Here on DQYDJ, we’ve often talked about how you can derive market forecasts of future inflation. It’s such a common topic that we built an automatically updating calculator to do daily inflation breakeven math for us.
(It was later made obsolete by FRED, but we’ll leave it up!)
While calculating breakevens is one way to predict inflation, there is a simpler method: literal inflation surveys. Let’s discuss some of those inflation surveys today!
Revealed Preferences in Inflation Expectations
The idea of a revealed preference comes from Economics, where instead of asking people their preferences or opinions we look at their reactions to a change. In that way, we can see what people are actually doing, and see if it differs from how people said they would react.
In a sense, polls before a vote and returns from an actual vote are similar; people might respond a certain way when asked about an upcoming election and behave entirely differently when in the booth.
Breakevens are a revealed preference – based on economic conditions, the market settles on a specific price between treasuries and inflation adjusted securities. Weighted by all participants in that market, it shows how your peers are thinking. If you think future inflation will be higher you can buy TIPS and if you think it’ll be less you can buy regular Treasuries.
Nothing more democratic than that, right?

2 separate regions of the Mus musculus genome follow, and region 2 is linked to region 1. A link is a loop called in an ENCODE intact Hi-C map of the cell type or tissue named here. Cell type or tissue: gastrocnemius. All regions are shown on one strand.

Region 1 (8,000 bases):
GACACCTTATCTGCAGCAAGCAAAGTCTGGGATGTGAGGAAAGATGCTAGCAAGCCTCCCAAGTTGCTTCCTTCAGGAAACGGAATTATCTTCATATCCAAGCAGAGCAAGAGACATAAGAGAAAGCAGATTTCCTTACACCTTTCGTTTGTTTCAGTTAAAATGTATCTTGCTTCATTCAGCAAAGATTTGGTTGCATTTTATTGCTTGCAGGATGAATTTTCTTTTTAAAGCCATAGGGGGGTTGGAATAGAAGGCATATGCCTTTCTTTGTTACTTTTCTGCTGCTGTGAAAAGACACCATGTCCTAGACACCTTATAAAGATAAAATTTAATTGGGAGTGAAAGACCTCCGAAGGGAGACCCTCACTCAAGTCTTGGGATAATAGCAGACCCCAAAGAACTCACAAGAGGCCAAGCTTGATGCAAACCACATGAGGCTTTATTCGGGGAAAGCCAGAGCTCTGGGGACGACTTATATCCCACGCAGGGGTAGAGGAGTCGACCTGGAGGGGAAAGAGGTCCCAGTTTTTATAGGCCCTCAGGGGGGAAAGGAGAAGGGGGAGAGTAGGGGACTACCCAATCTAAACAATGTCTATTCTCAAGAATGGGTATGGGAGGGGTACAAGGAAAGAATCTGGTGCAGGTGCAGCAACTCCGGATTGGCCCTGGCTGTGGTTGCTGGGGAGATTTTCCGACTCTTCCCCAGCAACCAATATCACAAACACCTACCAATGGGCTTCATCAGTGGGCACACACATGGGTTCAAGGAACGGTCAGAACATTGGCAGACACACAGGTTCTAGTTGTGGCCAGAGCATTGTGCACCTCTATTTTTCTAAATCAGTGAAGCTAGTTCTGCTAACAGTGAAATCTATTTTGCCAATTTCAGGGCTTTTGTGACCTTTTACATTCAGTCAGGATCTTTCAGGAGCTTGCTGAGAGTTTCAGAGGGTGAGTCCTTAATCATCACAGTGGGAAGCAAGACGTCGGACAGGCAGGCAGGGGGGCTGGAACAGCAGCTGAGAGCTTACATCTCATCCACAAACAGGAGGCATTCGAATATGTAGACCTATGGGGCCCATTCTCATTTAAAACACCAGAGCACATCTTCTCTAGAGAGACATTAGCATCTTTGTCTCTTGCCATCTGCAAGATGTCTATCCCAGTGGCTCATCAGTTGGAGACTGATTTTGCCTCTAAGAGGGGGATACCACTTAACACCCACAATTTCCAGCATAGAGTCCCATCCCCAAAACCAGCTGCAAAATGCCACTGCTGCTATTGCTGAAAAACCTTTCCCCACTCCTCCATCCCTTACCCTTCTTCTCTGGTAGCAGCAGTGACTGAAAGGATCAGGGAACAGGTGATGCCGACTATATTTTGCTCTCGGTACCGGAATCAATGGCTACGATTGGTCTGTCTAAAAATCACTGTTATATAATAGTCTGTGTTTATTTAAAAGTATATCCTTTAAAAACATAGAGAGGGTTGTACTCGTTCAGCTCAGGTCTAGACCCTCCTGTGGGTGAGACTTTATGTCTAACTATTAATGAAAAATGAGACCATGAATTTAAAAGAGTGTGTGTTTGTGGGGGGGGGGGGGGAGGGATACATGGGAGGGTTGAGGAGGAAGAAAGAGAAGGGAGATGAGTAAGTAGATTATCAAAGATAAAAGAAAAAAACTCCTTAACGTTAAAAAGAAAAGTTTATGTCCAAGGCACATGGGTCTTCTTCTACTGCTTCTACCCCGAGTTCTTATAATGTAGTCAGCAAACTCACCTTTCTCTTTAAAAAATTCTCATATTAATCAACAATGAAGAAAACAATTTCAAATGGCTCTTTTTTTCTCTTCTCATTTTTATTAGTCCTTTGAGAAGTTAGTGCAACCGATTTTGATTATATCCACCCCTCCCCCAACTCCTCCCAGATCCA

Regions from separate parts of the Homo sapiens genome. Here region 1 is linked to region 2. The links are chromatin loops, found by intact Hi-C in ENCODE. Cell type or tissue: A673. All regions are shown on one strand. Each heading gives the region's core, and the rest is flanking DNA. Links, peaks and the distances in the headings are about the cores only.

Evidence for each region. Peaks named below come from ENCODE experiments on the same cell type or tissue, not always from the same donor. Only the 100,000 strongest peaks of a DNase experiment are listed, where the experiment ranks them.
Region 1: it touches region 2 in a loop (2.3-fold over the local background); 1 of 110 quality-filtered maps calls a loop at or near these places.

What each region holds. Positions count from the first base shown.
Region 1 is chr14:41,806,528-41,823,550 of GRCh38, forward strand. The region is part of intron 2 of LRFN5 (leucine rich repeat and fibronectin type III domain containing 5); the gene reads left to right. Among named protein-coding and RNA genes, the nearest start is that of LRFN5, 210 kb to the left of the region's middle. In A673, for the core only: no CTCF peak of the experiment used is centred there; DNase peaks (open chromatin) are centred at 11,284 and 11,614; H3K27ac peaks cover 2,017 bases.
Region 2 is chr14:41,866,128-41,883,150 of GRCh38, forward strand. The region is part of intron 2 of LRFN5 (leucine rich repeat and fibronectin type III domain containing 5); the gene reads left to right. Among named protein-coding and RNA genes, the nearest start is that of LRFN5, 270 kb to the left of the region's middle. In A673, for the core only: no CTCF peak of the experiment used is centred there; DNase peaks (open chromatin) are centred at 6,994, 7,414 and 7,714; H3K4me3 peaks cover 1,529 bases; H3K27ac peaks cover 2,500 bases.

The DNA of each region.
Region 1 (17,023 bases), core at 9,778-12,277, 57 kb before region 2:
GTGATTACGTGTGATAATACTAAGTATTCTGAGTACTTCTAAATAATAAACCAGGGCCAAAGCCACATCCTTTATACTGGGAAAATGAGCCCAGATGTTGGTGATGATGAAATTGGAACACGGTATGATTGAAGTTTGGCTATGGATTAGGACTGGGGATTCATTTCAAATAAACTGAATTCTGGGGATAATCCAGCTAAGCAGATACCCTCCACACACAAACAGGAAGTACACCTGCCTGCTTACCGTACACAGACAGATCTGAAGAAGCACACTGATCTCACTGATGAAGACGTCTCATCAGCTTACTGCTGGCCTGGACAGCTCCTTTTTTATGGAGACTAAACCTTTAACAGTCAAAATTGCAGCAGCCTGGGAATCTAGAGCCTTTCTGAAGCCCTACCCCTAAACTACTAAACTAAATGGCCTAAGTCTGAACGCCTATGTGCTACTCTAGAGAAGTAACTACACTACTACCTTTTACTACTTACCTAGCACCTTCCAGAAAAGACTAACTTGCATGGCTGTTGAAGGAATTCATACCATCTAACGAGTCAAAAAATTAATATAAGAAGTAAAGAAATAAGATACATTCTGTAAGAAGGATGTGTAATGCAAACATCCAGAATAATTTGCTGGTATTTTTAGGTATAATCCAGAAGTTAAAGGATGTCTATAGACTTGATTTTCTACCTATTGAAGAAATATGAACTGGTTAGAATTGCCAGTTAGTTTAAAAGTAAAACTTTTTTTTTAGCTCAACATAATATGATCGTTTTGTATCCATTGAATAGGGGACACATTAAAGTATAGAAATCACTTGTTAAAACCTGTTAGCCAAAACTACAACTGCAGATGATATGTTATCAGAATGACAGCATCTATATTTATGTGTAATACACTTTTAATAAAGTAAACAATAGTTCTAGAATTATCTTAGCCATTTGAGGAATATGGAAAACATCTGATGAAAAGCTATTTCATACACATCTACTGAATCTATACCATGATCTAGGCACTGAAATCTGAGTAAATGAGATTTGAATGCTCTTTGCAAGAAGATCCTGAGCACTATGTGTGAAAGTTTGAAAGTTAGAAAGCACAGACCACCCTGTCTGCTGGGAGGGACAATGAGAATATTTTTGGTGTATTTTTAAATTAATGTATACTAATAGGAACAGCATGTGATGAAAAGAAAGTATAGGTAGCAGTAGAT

Inflation Surveys: Stated Expectations
The other way to gather information on expectations or preferences is, of course, to ask people directly.
That’s the main thrust of three surveys we’re going to cover today covering three main stakeholders in the inflation battle. We’ll look at consumers, businesses, and professional inflation forecasters and economists.
Each is, of course, going to have their own biases and incentives. Businesses will want to predict input costs and forecast product costs out into the future. Forecasters want to impress with good predictions in order to keep or improve job prospects. Consumers want costs to stay under control, and want to know they can afford their lifestyles for another year.
Now you know the stakeholders… so let’s lay out some surveys:
- The Federal Reserve Bank of Atlanta has the business inflation expectation data
- The Federal Reserve Bank of Philadelphia maintains forecaster inflation expectations
- The University of Michigan has the most extensive consumer inflation survey
- The Federal Reserve Bank of New York also has a consumer survey.
We’ve mashed all of them up (one year data) with realized CPI-U inflation over the next 12 months. The green line above is “one year later CPI-U inflation”. Under the chart we’ve written out the key for which line is which. (Apologies for putting it in text – it wasn’t playing nice with OpenOffice.)
What Does it Mean?
You’ll have to bring your own interpretation to the ballgame – we’re just laying out the data.
If we had a need to forecast inflation from a business standpoint, a mix of datapoints would probably be best. The Federal Reserve Bank of Cleveland uses breakevens, inflation swaps, inflation data and survey data mashed together. Perhaps that’s a good compromise?
And, of course, that’s just the United States. In a global economy, your business might have to forecast inflation, exchange rates, and all sorts of other moving targets.
So, dear reader, how do you deal with future inflation? Do you use results from inflation surveys, revealed preferences, or a blend? Do you perhaps just assume it’ll be 3% every year and call it a day? Let us know in the comments!